Social Media & Excellent Customer Service – It’s Social!


Excellent customer service is now and always has been Social Media. The difference between now and then is that the speed, depth and breadth of communications has put a lot more power in the customer’s hands.  If a customer is treated poorly, millions of people around the world may find out about it within seconds of the incident.  The same is true when a customer receives exceptional service.  Excellent Customer Service – It’s an emotional experience!

I believe there are three components that together drive excellent customer service.  First (and most obviously), the customer has a practical product-related need.  Second, whether he realizes it or not, the customer has an emotional need that arises out of the practical need.  Third, the customer wants a Low-Effort Experience, i.e. he wants you and your company to be easy to do business with.  If an organization gets these three things right, its NPS will rise.

I agree with Taylor Ellwood that companies must learn how to read, interpret and respond to the myriad of online reporting sites.  Companies should establish a social media policy and learn to effectively respond to issues spotted by their customers and reported online.

Original Social Media Today Blog Post Below:

Social Media and Customer Service By Taylor Ellwood

Jay Baer posted an article on how 70% of companies don’t response to complaints on Twitter. That’s a high number of companies that ignore customer complaints on social media. What this suggests to me is that companies tend to make social media a low priority, or they don’t know how to respond and are afraid of backlash.

The reason I think companies treat social media as a low priority, is that even now they still don’t “get” social media and how it applies to their business. They don’t recognize that social media is more than just having a Facebook page that you rarely visit. It’s part of how you market your business, part of how you network, and part of how you provide customer service. In short social media is a social interaction with people.

More than ever people have expectations that companies will be on social media. Yet companies that refuse to engage people are confirming that they don’t care about their customers, or rather they are allowing that perception of not caring to proliferate because of their lack of engagement.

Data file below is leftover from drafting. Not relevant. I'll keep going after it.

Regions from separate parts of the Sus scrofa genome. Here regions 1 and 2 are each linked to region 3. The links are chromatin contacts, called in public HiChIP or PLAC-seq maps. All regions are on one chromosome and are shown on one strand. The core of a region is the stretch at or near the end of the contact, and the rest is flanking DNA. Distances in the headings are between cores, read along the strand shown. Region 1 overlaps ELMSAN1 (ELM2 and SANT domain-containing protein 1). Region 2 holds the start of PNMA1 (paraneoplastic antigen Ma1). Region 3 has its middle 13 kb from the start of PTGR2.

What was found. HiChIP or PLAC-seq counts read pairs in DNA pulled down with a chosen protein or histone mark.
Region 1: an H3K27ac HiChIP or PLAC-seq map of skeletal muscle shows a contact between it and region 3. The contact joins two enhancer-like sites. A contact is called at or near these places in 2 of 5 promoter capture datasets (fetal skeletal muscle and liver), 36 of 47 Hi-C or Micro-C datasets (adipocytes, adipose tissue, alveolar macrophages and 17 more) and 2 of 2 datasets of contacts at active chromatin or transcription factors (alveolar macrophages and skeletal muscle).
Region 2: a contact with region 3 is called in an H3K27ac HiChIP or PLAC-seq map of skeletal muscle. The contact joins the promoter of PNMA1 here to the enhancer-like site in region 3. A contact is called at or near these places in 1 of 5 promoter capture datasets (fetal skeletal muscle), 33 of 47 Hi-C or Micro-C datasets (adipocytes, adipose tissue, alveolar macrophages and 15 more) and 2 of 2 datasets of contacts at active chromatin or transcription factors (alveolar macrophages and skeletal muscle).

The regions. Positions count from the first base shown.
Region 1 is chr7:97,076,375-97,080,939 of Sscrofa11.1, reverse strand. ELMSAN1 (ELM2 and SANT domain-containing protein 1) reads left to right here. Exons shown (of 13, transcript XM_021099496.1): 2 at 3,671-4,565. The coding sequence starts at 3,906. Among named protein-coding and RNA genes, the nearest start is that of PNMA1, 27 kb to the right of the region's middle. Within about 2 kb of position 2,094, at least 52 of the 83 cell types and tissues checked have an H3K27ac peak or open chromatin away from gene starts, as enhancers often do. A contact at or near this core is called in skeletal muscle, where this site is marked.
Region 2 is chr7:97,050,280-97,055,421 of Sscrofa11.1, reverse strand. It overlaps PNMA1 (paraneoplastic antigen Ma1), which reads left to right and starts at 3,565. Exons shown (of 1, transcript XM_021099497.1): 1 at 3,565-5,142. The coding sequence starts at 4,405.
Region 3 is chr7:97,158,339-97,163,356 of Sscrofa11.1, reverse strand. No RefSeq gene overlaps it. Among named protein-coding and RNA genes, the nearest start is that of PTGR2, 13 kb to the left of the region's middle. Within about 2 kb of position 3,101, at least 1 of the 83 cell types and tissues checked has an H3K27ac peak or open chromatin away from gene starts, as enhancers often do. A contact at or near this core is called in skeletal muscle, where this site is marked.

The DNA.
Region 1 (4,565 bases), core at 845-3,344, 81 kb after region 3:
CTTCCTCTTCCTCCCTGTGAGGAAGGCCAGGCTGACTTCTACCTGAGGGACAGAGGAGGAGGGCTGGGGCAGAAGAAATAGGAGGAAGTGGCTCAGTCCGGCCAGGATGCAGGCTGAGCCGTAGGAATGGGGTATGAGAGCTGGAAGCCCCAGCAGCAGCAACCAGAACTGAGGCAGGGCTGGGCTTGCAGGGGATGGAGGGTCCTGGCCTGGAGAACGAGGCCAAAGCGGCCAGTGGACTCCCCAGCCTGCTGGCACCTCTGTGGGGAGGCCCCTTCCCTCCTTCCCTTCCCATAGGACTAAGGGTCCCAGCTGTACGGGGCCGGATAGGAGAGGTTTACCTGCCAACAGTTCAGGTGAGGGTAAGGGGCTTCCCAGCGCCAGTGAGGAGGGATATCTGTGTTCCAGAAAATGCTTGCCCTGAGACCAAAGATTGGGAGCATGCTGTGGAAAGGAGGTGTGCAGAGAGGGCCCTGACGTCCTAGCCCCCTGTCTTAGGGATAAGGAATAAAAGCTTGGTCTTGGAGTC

While social media isn’t the only medium that businesses can engage customers, it is becoming a more and more popular medium that businesses need to keep track of. If people are having conversations about the business and the business isn’t there to chime in and represent its own interests, then the business is allowing those people to shape the conversation about its brand and culture. Needless to say that isn’t an ideal situation for the business.

A business needs to recognize that while social media is a public venue, its also a space where the business can represent it. The business can share information about services and products, but also about employees, funny situations, life, etc. In other words the business can represent the human aspects of it. People find it much easier to relate to the business if they know that actual people will address their concerns.

So if your business isn’t on social media or isn’t actively engaging people on social media, ask why it isn’t and then start developing a plan of action that will allow you to leverage this medium to your benefit, while helping you develop better relationships with clients.


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About Jack Dempsey

Jack Dempsey, CEO, heads Pretium Solutions’ Customer Experience & Sales Area focusing on Customer Loyalty, Brand Loyalty and Customer Retention Strategies. He directs Pretium’s revolutionary customer loyalty program, the Golden Touchpoint™. Pretium Solutions is a premier provider of cutting-edge, sustainable and globally-recognized customer experience management solutions and customer service, call center and sales training, consulting and leadership programs. Pretium shows companies how to create, build and maintain customer loyalty, the most important measure of a company’s success with its customers and the most profitable customer service outcome.

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